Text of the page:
Tuesday, July 29, 2014

Hugh Smith or Senior Center (2014 Bond Issue)

The time to determine the contents of the 2014 Bond Issue is at hand.  The Citizens Bond Committee has spoken and what they have determined through hours of diligent work is that the Bond Issue will be 193 million dollars.  In that 193 million, 133 will be for roads.  Of the 60 million that is left over, two large capital projects were selected to be accomplished.  1)  25 million for a recreation center in the southeast area of our city.  2)  25.3 million for a 67,000 sq/ft combination East Library and New Hugh Smith Recreation Center, in east Arlington.  This was the original plan for the Bond package until it got to Council.

When it got to Council, Jimmy Bennett proposed an additional year to the issue and the total increased to 242 million for a four year period.  The increase of 49 million will all go to roads, although this was not Jimmy’s plan.  So we still only have the original 60 million for capital projects.  One year ago I proposed a Senior Recreation Center to be constructed in the west or northwest, where majority of our seniors reside.  This center would be like the Summit over in Grand Prairie.  Right now we allow the YMCA’s to accommodate the need for our seniors at $30 per month.  I recognize this need and I’m trying to do something about it, but the Council needs your input.  So contact them.

My plan is to cancel one dead end road project at 5.4 million, cancel the energy efficient street light bulbs at 3.0 million and a parking lot renewal for River Legacy Park for 1.0 million.  If we do not move fire station one we can save another .4 million and take .3 away from the 25.3 for Hugh Smith and that would give us 10.2 million to knock down Hugh Smith and rebuild it to a size commensurate with it’s utilization.  The new library would go away until other funds could be located to add it to the construction project or we could partner with AISD as Dr. Cavazos has urged because they will be constructing a new library a couple of blocks down the road.

Then it would be my intention to take the 25 million and construct a 60,000 sq/ft Recreation Center for Adults that would cost somewhere in the neighborhood of $5 per month for membership.  In the first year that the Summit was built, membership was 6,000.  It has been in existence for four years now and the membership has stabilized at 5,500.  It is a remarkably active and vibrant facility, and something that our seniors deserve.  In the last four years Euless, Grand Prairie and Irving have all met the need of their seniors by constructing Senior Centers. North Richland Hills has given the seniors lip service with their Multi-Generational Center.  Possible locations would be either a location central to downtown, Dottie Lynn area or Randol Mill Park.  With this location and the need of our seniors in Arlington, I would estimate memberships around the 8,000 level.  Please contact your City Council and let them know what Your desires are for this Bond Issue.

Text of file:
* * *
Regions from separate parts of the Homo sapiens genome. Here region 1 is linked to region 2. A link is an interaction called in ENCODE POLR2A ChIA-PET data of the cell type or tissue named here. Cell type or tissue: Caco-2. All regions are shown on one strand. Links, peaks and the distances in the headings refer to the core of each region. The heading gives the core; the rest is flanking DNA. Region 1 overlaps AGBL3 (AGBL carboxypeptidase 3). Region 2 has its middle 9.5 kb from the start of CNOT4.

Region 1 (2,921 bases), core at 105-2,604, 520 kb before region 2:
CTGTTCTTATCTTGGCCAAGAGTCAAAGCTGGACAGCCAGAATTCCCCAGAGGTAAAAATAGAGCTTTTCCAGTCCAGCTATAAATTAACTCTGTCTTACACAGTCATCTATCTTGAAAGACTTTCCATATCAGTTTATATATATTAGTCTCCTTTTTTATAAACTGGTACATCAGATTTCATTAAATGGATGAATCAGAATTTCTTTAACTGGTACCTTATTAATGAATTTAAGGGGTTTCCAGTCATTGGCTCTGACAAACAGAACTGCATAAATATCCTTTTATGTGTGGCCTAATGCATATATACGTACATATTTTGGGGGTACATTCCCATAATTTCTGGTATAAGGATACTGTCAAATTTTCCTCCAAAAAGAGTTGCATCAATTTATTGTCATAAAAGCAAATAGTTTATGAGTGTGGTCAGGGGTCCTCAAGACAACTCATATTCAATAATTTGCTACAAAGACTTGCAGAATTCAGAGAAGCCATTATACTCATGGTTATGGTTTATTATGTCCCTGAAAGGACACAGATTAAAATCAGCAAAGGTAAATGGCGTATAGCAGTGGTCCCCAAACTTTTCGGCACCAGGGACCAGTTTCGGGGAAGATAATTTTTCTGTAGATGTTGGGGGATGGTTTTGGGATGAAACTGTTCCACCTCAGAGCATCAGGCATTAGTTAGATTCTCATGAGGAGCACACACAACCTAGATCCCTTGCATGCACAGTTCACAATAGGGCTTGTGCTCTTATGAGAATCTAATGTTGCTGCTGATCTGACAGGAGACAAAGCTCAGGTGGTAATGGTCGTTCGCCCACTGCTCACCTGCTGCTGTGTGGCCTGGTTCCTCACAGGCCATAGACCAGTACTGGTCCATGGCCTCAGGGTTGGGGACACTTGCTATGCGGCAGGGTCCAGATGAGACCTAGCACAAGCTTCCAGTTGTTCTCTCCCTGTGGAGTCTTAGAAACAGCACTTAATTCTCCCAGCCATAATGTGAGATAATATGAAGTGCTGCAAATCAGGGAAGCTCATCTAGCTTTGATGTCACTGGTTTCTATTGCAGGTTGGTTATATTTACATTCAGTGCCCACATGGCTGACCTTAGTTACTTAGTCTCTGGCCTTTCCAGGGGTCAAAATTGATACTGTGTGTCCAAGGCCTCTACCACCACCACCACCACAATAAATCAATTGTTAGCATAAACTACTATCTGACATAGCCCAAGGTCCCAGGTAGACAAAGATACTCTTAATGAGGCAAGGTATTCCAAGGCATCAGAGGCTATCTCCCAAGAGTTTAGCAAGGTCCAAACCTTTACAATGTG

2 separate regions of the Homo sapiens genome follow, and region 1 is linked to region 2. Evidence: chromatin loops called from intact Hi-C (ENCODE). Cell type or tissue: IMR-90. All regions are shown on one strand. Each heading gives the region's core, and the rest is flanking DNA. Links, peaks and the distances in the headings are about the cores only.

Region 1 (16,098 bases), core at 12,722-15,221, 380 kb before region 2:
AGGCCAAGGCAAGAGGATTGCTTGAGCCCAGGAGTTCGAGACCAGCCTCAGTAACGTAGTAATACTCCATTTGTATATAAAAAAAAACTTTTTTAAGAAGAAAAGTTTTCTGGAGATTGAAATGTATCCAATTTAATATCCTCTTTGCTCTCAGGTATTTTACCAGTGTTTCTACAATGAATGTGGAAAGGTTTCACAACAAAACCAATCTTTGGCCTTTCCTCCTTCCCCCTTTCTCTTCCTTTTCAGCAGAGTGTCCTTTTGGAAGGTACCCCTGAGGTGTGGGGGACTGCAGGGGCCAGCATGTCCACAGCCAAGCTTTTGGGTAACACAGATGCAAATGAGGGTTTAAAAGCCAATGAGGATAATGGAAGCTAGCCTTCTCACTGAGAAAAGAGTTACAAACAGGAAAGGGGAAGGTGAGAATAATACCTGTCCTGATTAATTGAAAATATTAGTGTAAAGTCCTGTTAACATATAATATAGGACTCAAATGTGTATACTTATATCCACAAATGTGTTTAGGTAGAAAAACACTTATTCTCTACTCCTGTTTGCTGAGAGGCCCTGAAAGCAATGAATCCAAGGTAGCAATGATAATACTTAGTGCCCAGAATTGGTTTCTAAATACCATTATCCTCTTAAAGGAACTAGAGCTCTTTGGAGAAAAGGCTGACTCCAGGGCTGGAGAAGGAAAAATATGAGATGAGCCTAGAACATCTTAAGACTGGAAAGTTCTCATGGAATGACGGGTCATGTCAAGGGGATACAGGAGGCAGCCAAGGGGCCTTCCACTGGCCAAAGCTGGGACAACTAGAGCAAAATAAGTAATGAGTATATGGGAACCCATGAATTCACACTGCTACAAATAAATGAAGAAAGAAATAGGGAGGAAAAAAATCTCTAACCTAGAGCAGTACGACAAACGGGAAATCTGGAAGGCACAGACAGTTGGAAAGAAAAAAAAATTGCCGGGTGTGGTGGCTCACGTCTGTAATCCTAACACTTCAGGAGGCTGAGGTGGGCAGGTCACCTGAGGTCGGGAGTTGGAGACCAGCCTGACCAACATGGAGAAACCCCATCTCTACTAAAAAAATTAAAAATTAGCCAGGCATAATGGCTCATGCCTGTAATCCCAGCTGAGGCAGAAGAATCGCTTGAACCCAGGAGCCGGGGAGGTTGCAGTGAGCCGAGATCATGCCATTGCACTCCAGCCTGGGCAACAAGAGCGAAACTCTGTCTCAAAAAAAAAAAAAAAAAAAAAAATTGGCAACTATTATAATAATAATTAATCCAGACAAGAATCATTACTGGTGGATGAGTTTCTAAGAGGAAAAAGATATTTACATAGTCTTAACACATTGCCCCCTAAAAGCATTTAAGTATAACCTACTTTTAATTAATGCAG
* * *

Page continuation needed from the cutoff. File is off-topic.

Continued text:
Monday, July 21, 2014

Arlington Commons

It has been a little time since my last post for a couple of reasons.  1)  The Council is on vacation and doesn’t meet during the month of July, 2)  I have been on vacation for the last two weeks out of the country.  But as soon as I returned I had to find out what was going on with out apartment project on Lamar and report any progress.

I met with Bob Kembel this afternoon and got a one on one concerning his progress.  The asbestos abatement team showed up today and the long process of dismantling Huntington Chase has begun.  Each piece has to be removed, bagged, have Kembel’s name on it and placed in a special landfill.  This process will require that the demo of Huntington Chase take about 45 days and that is the bad news.  The good news is that the relocation of residents is ahead of schedule.  There is only one apartment that will require eviction in Huntington Chase and they will be gone on 1 August.  The Pointe and Country Wood will have their residents relocated by the end of August.  There is more asbestos in the stucco of the Pointe, so that will take even longer to get to the dozers.  All in all, construction will be moved back 90 days to the end of March.  Progress is slower than anticipated but the relocation process is running ahead of schedule.  Some additional news that I just received is that Mr. Kembel originally planned this project in the $160 to $178 million range and because of the upgrades and increased quality of the materials it is well over $200 million.   I have seen the architect's renderings and the project is extremely nice.  This will be a quality addition and redefine this neighborhood.

The Arlington Commons project is moving ahead and I’m positive that you will be pleased with the result, once Phase I is complete.

On a completely different subject:  The Mayor had a hip replacement this morning and is resting comfortably.  The operation was a remarkable success and we look forward to him getting up and around in the very near future.